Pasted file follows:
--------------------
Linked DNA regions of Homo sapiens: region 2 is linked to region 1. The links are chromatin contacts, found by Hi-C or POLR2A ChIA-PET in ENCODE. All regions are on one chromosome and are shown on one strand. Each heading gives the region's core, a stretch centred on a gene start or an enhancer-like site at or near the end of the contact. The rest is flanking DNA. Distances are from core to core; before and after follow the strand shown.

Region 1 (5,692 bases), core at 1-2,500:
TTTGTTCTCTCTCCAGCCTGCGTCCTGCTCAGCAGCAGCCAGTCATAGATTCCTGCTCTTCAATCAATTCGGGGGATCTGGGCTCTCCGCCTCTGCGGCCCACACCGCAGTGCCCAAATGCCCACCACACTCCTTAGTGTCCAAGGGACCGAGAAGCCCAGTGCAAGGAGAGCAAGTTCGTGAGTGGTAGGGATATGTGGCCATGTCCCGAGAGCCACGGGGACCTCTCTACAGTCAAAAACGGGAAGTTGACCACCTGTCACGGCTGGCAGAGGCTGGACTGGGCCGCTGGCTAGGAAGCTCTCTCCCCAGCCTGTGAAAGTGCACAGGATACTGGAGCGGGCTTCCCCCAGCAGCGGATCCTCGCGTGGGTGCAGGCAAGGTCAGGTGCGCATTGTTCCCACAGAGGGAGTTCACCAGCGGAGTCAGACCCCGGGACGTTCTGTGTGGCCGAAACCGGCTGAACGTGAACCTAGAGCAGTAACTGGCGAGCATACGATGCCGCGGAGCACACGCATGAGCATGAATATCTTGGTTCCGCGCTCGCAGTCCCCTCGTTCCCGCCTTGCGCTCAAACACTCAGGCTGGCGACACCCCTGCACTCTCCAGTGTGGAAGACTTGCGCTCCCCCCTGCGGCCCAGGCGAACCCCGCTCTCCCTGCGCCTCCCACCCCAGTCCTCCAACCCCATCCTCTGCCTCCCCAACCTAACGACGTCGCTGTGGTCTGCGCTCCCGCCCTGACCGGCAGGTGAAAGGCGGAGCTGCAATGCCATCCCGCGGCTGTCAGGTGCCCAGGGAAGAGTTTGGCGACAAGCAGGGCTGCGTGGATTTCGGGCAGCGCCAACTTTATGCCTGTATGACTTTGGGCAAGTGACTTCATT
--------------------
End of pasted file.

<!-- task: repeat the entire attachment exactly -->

Linked DNA regions of Homo sapiens: region 2 is linked to region 1. The links are chromatin contacts, found by Hi-C or POLR2A ChIA-PET in ENCODE. All regions are on one chromosome and are shown on one strand. Each heading gives the region's core, a stretch centred on a gene start or an enhancer-like site at or near the end of the contact. The rest is flanking DNA. Distances are from core to core; before and after follow the strand shown.

Region 1 (5,692 bases), core at 1-2,500:
TTTGTTCTCTCTCCAGCCTGCGTCCTGCTCAGCAGCAGCCAGTCATAGATTCCTGCTCTTCAATCAATTCGGGGGATCTGGGCTCTCCGCCTCTGCGGCCCACACCGCAGTGCCCAAATGCCCACCACACTCCTTAGTGTCCAAGGGACCGAGAAGCCCAGTGCAAGGAGAGCAAGTTCGTGAGTGGTAGGGATATGTGGCCATGTCCCGAGAGCCACGGGGACCTCTCTACAGTCAAAAACGGGAAGTTGACCACCTGTCACGGCTGGCAGAGGCTGGACTGGGCCGCTGGCTAGGAAGCTCTCTCCCCAGCCTGTGAAAGTGCACAGGATACTGGAGCGGGCTTCCCCCAGCAGCGGATCCTCGCGTGGGTGCAGGCAAGGTCAGGTGCGCATTGTTCCCACAGAGGGAGTTCACCAGCGGAGTCAGACCCCGGGACGTTCTGTGTGGCCGAAACCGGCTGAACGTGAACCTAGAGCAGTAACTGGCGAGCATACGATGCCGCGGAGCACACGCATGAGCATGAATATCTTGGTTCCGCGCTCGCAGTCCCCTCGTTCCCGCCTTGCGCTCAAACACTCAGGCTGGCGACACCCCTGCACTCTCCAGTGTGGAAGACTTGCGCTCCCCCCTGCGGCCCAGGCGAACCCCGCTCTCCCTGCGCCTCCCACCCCAGTCCTCCAACCCCATCCTCTGCCTCCCCAACCTAACGACGTCGCTGTGGTCTGCGCTCCCGCCCTGACCGGCAGGTGAAAGGCGGAGCTGCAATGCCATCCCGCGGCTGTCAGGTGCCCAGGGAAGAGTTTGGCGACAAGCAGGGCTGCGTGGATTTCGGGCAGCGCCAACTTTATGCCTGTATGACTTTGGGCAAGTGACTTCATT